In late 2012, I directed a brand refresh for Vistage Worldwide, where I led corporate and brand communication (2010-2016). Vistage assembles and facilitates Peer Advisory Groups for CEOs and business leaders in 20 countries. In conducting my research, I talked to countless CEOs and business leaders. I would ask them, “How do you learn, grow, and bring new thinking into your organizations. They would respond by saying, “I read books, hire coaches and consultants, and go to events and conferences. A rare few, relatively speaking, attend executive development programs at the likes of Harvard and Stanford.” No one I can recall responded by stating, “peer advisory groups,” unless prompted with a list of options. Without suggesting it directly, joining a group wasn’t even part of their consideration set.
After I completed the brand refresh, I met with the Board of Directors and shared that experience. I suggested that Vistage (and everyone else in this space) is trying to sell a Mercedes to someone who doesn’t even know what a car is. For me, it precipitated coauthoring the book, The Power of Peers: How the Company You Keep Drives Leadership, Growth & Success with former Vistage CEO Leon Shapiro. Rather than write a hardcover brochure titled The Vistage Way, we conducted more than 100 interviews with CEOs and business leaders who were members of all kinds of peer groups, including homegrown ones. We planned to provide specific findings that would offer a new narrative about how and why these groups are so incredibly effective.
Our Big Miss
To this day, I remain proud of the work. We coined the phrase “peer advantage,” developed The Learning Achieving Cycle, and identified 5 Factors that are common to high-performing groups, among other findings. While I believe we offered a compelling case, we made only a passing reference at the end of Chapter 3 to what I would suggest today is the most significant difference between peer advisory groups and every other option – the benefit of collateral learning. Peer advisory groups don’t stand out above the rest only because of what you learn in real-time that’s relevant to your leadership abilities and business acumen; it’s about the way you learn. That is what lays the foundation for enduring change.
Renowned education scholar John Dewey, who conceptualized collateral learning, believed that human beings learn best through a hands-on approach, where you not only absorb the topics or content taught intentionally, but you learn from how you learn. Talk to any experienced peer advisory group member. They will tell you that they learn all kinds of lessons about finance, human resources, organizational culture, sales, etc. (intentional learning). They will also tell you that, after being a member for a while, they listen more intently, ask better questions, are less judgmental of others, and communicate with greater transparency to their teams (collateral learning). These takeaways are lasting, pervasive, and contagious. This is the kind of learning you won’t get in a book, acquire from a coach, read in a consultant’s report, or glean from a conference keynote speaker.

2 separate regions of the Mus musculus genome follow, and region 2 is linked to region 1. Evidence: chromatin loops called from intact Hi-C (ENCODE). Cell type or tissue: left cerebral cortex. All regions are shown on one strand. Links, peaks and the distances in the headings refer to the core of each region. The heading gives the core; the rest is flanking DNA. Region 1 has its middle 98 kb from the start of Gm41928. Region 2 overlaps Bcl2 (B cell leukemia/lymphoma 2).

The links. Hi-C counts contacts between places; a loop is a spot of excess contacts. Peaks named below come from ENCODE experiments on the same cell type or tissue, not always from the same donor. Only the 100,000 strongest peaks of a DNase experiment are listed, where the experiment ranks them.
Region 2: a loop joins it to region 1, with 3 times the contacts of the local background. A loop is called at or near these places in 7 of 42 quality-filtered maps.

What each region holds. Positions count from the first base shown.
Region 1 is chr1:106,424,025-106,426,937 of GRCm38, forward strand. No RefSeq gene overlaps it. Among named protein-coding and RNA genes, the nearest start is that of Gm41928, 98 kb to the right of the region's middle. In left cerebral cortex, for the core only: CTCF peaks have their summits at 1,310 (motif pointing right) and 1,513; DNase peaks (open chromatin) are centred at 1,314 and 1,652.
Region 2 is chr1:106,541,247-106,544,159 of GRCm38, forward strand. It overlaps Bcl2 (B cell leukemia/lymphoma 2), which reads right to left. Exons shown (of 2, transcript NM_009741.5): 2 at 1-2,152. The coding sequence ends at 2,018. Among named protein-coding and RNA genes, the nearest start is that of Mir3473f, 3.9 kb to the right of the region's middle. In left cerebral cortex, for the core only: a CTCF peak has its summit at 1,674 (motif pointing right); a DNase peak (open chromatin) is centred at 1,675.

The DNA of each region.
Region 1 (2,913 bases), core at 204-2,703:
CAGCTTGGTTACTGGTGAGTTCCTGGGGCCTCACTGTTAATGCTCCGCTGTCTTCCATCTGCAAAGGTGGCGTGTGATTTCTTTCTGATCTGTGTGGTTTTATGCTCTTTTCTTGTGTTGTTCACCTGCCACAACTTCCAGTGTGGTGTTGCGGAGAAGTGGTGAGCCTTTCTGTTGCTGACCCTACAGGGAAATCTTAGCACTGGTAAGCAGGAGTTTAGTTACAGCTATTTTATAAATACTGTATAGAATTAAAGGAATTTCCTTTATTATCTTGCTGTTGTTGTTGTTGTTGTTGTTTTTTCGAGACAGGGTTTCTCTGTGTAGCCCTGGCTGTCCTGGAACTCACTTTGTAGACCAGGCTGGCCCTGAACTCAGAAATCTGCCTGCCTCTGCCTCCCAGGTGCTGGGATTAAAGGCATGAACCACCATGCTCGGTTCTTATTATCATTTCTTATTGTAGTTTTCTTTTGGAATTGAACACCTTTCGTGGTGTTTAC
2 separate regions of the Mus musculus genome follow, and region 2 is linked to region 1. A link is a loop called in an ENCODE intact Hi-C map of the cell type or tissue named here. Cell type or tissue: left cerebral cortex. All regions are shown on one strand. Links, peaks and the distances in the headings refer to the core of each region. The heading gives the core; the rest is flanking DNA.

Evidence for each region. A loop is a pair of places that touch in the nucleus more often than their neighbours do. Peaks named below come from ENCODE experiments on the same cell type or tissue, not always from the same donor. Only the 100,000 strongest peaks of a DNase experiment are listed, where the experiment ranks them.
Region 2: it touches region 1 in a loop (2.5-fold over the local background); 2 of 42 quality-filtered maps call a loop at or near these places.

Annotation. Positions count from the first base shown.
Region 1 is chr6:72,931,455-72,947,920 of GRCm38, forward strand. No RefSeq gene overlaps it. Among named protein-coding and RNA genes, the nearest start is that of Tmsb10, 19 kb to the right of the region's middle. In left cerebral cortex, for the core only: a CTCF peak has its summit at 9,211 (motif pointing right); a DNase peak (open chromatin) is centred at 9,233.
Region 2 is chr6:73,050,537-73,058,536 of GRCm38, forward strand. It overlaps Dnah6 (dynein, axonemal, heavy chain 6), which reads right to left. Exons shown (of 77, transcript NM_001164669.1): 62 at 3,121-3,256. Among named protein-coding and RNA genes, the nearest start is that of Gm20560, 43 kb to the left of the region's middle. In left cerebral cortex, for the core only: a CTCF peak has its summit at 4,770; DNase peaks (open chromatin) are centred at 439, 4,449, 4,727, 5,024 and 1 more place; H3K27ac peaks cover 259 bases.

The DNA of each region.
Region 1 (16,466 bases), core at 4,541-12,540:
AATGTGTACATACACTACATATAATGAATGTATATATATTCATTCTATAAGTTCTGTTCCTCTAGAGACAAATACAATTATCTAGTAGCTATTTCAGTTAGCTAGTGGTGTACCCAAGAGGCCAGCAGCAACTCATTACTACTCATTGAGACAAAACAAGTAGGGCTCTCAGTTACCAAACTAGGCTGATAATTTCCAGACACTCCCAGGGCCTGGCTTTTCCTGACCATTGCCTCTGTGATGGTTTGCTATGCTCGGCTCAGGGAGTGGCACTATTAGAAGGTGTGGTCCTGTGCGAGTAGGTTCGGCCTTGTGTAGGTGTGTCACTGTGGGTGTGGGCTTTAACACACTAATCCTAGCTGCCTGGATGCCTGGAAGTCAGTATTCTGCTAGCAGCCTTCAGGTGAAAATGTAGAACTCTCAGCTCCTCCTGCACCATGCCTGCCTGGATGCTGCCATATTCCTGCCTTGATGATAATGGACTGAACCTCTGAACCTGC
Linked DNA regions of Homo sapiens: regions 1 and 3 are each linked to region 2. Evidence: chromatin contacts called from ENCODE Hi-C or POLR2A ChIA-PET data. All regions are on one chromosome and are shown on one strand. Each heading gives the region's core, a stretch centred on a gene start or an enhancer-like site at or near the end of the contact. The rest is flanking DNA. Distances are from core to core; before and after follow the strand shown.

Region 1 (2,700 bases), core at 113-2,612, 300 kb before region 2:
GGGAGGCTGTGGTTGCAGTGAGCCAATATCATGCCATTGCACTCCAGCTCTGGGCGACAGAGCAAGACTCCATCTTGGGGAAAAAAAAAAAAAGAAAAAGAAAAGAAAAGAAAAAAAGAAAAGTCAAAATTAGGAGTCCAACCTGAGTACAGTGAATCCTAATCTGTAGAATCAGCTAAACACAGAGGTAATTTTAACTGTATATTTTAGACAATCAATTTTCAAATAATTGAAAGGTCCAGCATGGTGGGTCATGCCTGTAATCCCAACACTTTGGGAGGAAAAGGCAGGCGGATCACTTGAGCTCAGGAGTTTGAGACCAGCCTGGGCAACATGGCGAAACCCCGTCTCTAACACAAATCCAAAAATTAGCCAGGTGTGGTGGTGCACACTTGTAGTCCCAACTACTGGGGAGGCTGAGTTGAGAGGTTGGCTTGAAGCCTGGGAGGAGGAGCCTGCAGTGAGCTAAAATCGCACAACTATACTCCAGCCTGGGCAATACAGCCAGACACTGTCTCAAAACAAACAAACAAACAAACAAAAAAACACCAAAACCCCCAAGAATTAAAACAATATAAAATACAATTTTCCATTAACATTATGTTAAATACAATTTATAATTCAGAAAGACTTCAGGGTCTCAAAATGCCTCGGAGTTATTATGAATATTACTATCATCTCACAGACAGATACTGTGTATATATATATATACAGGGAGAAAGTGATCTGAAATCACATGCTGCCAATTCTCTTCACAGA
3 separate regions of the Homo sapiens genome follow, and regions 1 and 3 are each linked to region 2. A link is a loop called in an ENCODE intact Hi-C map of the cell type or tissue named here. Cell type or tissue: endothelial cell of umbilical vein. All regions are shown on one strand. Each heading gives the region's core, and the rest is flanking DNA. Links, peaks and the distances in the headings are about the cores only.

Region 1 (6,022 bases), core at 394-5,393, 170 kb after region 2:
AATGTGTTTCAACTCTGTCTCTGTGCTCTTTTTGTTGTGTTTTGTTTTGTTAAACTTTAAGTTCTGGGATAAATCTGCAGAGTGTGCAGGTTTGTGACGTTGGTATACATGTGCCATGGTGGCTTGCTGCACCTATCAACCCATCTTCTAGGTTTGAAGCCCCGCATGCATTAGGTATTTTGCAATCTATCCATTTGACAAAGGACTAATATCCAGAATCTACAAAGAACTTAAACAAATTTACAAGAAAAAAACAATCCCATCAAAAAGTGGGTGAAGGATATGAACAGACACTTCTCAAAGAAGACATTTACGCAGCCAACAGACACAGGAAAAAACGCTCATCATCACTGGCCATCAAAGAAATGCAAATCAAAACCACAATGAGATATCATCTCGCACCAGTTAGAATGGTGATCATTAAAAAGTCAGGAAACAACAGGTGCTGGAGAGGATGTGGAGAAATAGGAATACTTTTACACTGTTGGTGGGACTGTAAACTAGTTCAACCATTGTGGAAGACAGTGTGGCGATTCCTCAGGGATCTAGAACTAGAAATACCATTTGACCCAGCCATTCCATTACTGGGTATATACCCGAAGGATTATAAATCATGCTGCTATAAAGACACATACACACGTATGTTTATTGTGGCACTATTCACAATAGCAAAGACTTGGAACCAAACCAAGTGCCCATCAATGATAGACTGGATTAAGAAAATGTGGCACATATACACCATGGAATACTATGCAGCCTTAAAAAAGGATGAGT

The Peer Advisory Group 1-2 Punch (Intentional and Collateral Learning)
Lasting change on the things that matter takes time, practice, and the help of our peers. Albert Bandura and all the champions of social learning theory make a compelling case that we learn better when we learn together. This fact we know, and we talked about it quite a bit in the book. In 2019, Josh Bersin shared data from a study he conducted which stated that, on average, when review material a single time, we’ll remember about 28% of it for 24-48 hours. If we review it again, the number climbs to 46%. If we engage others in sharing concepts, ideas, and experiences on a given topic, our ability to remember the information jumps to 69%. As a result, members are more likely to bring this intentional learning back to their workplaces. They do so not only because learning with their peers provided them a more solid understanding of the material, but also because their peers gave them the courage and the encouragement to act on what they learned.
Just as impactful, Peer Advisory Groups provide the mechanism for leaders to hone their skills because of HOW they work together. The cultural priorities and norms that drive successful groups are not contained solely within the group. Instead, palpable leadership lessons are absorbed through the skin, the heart, and mind, and the group members tend to carry these lessons back to their organizations through personal modeling, barely realizing it’s even happening. Dewey would regard this accidental or collateral learning as even more important than whatever was learned intentionally.
In the next few months, I’ll deliver my peer advisory group self-assessment/aspirational workshop to my 200th group. I learn something new every time, and I expect I’ll learn more upon working with the next 200. I look forward to experiencing their intentional and collateral benefits. If you’re not part of a group now, explore your options, find the best one for you, and you’ll be in for the growth experience of your life.